E.U. duties on Chinese solar panels losing member-state support

Support for a plan to impose prohibitive duties on Chinese solar panel imports is dropping among E.U. member states, according to reports.

The European Commission has accused solar energy companies based in China of selling solar power equipment in Europe at below costs, and plans to enact duties averaging about 47 percent to resist this practice of “dumping.”

The E.U.‘s trade official, Karel De Gucht is working to strike a negotiated bargain with China that will leave all parties satisfied. Chinese officials have called these talks “constructive,” according to reports.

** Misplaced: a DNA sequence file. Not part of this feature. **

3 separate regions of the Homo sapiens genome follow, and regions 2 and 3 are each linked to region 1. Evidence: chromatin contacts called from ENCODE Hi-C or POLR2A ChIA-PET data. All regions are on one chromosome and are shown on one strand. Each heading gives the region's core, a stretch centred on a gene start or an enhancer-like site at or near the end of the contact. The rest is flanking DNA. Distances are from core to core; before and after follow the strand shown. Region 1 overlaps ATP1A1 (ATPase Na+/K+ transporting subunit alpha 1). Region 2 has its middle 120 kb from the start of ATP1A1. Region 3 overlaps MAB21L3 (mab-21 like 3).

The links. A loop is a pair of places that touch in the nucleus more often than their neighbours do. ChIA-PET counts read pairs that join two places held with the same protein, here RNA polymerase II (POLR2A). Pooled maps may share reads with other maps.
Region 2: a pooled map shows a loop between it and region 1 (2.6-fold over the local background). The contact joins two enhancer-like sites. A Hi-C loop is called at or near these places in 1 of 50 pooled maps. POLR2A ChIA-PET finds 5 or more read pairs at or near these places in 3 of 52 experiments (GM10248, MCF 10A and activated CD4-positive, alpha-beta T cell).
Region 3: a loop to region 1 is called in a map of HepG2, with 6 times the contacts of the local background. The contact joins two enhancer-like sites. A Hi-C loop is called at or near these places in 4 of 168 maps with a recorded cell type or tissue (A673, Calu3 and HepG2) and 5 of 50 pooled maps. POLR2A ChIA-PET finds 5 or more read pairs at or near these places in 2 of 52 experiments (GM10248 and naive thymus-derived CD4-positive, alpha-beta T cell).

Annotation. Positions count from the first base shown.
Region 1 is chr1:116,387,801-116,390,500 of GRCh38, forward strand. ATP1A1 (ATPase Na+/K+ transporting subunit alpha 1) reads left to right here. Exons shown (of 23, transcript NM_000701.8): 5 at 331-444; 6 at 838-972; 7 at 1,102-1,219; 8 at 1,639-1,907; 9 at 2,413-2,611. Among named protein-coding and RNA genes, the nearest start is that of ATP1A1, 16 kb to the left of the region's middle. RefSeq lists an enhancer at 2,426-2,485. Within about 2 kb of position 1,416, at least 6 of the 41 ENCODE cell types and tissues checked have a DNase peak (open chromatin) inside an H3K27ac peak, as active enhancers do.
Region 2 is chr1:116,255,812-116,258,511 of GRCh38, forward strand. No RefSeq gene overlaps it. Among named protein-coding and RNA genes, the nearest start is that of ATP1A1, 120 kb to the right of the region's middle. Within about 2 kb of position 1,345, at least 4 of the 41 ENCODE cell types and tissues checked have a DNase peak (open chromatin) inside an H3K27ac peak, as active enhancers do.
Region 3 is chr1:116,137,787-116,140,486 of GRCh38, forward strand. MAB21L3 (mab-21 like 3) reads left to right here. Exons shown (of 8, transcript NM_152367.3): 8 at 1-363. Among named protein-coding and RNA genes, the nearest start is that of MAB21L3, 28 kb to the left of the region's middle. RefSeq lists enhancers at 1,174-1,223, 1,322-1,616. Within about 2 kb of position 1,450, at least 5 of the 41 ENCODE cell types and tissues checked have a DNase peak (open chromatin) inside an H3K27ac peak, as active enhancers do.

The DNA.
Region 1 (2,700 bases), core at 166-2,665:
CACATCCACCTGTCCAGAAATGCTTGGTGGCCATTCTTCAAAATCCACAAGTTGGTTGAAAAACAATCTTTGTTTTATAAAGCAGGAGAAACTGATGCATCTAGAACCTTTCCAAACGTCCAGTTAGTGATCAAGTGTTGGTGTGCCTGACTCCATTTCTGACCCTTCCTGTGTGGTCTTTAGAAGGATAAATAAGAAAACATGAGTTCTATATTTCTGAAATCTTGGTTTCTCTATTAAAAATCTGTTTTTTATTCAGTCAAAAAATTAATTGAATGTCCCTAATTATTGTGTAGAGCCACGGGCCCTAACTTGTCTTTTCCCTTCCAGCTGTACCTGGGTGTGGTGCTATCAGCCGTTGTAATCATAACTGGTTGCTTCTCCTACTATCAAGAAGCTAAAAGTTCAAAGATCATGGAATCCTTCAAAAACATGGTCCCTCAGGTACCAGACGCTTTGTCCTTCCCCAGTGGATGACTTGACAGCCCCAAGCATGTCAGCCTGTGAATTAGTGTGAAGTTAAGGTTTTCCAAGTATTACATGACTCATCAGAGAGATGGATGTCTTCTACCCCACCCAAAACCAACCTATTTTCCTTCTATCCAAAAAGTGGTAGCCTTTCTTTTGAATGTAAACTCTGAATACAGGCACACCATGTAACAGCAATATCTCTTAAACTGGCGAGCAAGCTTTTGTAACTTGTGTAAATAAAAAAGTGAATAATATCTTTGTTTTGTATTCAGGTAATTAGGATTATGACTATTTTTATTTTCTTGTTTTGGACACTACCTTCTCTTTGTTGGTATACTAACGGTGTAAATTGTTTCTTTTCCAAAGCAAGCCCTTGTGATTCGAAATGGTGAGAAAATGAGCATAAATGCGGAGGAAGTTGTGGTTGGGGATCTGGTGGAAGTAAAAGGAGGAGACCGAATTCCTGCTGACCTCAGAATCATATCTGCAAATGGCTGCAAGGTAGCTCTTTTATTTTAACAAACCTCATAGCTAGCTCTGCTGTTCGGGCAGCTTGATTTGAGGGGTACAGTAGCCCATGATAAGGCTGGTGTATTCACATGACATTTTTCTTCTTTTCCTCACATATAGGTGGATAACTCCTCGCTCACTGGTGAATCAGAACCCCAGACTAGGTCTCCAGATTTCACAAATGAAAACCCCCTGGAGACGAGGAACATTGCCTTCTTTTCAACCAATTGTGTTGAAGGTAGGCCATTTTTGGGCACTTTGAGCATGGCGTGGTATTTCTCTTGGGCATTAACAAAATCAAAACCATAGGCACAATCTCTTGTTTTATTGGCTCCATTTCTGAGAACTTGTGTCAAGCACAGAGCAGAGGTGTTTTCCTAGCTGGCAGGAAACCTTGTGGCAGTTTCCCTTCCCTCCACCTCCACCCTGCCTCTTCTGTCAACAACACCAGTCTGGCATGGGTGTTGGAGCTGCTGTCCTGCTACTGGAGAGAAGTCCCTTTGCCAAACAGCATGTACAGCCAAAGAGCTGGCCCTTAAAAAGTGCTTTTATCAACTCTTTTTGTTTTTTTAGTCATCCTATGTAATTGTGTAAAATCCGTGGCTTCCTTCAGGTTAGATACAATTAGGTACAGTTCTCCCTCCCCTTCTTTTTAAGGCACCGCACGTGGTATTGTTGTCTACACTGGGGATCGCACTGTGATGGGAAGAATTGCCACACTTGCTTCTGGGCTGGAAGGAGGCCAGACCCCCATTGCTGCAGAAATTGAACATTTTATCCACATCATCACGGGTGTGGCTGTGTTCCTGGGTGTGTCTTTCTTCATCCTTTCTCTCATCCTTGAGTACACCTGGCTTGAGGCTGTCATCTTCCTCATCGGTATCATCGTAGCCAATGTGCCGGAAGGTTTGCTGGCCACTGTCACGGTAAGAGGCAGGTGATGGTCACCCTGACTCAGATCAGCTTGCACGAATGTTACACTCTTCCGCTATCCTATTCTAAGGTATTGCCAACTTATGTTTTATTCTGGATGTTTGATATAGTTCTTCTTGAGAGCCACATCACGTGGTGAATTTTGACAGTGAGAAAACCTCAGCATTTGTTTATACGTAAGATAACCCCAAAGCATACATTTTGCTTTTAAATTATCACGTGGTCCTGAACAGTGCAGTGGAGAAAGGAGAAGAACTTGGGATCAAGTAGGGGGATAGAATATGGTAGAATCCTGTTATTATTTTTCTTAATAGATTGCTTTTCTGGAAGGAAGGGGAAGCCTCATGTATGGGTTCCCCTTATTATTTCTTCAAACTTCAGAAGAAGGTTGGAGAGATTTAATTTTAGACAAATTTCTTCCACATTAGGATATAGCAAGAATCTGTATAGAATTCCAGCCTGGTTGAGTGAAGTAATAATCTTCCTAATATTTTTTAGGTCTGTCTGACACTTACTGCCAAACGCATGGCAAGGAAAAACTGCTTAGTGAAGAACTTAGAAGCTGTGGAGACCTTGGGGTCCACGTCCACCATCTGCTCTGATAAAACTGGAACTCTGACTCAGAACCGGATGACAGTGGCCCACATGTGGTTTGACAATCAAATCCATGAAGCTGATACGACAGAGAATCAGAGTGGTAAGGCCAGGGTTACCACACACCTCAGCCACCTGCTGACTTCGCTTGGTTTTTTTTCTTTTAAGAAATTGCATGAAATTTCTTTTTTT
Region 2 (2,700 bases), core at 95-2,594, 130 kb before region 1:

Duties could come into effect June 6, with the possibility of withdrawal should both sides agree to a settlement. A majority of E.U. member states oppose the anti-dumping measures, according to reports.

China’s share of the European solar market is worth roughly $27 billion, according to reports. This amounts to nearly 80 percent of the European market – up from almost nothing a few years ago. Supporters of the duties charge that this rapid growth could not have been possible without violations of international trade laws on the part of the Chinese government.

Officials from China say they will oppose any form of trade protectionism on Europe’s part, adding that free trade is in its national interest.

Germany and the Netherlands are among the 14 member states in opposition to the sanctions. Italy and France are prominent supporters of anti-dumping regulations.

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